The lack of a final edit does other disservices to Assange's story. The narrative stops too abruptly, before publication in the Guardian and the New York Times of the third and most important set of leaks he had acquired (the state department cables), and the subsequent legal pursuit of Assange on the sex complaints. It's padded out instead with unnecessary chunks of the cables themselves, which can be read elsewhere. The unresolved criminal allegations, inevitably, make him censor a defensive account of sex with two Swedish fans. It's all very well calling a woman "neurotic", but did he deliberately tear a condom as she alleged?

Furthermore, a nervous Canongate libel lawyer, no longer able presumably to rely on Assange as a future witness, appears to have simply chopped out chunks of detail when Assange abuses those he doesn't like. This censorship muddies what could have been a lively, if defamatory, narrative, and pointlessly withholds many of the names. I myself, for example, who clashed with Assange during the Guardian saga, and co-authored a book he didn't care for, am anonymised throughout, transparently enough, as "the news reporter". Yet Bill Keller, then editor of the New York Times and considered presumably to be libel-proof under US free-speech laws, remains relentlessly vituperated against under his own name.

A final fact-check would have removed a crop of stupid errors. It must have been a transcription mistake that turned Heather Brooke into "the 'Independent' journalist" rather than the independent journalist she is. And Oscar Wilde with his rent-boys was not "sleeping with panthers", he was feasting with panthers.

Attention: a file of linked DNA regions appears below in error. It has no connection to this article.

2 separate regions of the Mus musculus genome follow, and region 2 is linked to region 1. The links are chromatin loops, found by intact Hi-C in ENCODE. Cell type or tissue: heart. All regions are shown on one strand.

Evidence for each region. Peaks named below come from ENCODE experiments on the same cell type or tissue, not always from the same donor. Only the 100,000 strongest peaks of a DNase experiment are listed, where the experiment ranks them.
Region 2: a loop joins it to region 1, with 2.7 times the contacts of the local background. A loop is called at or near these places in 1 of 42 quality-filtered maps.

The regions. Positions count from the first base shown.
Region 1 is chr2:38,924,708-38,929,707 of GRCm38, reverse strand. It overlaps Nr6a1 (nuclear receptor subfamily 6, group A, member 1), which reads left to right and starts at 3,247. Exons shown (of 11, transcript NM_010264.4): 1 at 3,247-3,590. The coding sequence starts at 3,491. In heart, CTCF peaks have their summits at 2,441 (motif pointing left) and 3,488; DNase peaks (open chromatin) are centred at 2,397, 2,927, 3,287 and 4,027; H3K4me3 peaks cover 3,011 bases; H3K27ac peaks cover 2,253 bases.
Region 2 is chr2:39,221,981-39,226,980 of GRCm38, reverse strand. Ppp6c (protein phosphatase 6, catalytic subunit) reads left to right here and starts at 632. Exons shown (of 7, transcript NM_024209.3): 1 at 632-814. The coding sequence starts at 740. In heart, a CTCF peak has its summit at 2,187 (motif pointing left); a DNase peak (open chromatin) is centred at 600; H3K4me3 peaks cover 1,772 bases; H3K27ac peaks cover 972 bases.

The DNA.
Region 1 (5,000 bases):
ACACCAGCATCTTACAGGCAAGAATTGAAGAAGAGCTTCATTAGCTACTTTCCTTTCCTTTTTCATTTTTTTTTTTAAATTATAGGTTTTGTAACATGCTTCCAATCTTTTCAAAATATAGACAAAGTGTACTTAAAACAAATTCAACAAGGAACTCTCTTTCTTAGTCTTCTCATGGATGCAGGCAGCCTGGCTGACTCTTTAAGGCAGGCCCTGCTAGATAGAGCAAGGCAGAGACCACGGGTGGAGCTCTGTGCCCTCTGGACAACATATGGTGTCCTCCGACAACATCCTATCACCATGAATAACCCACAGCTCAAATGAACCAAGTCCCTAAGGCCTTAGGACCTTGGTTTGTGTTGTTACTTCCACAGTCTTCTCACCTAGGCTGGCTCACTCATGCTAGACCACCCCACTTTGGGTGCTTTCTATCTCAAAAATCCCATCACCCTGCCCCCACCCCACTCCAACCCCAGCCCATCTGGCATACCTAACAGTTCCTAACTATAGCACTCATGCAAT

For all its drawbacks, the memoir does add some good detail to the increasingly well-trodden field of Assange studies (it's the fifth book so far). The passage in which he meets his biological father, a bohemian Sydney actor, for the first time in his 20s, is genuinely poignant: "I found myself getting sort of angry … There on shelf after shelf were the exact same books as those I had bought and read myself … If I had only known him, I might just have picked his books down from the shelf … I was forced to make myself up as I went along."

And there's a telling section in which Assange, perhaps unwittingly, reveals why he seeks out unquestioning disciples, and quarrels with so many others: "Opponents past and present have the same essential weakness about them – first they want to use you, then they want to be you, then they want to snuff you out. It's a pattern that stretches in my life from toytown feds to hacks at the Guardian … Usually it ends with these people enumerating one's personal faults, a shocking, ungrateful, unmanly effort, to be filed under despicable in my book … I've been meeting [these people] all my life."

This seems to be a cry coming from a truly threatened personality, in fear of being overwhelmed and extinguished. People have criticised Assange for being preposterously grandiose and lashing out at imagined "enemies". Perhaps they should have been kinder, for there is clearly something else at work here.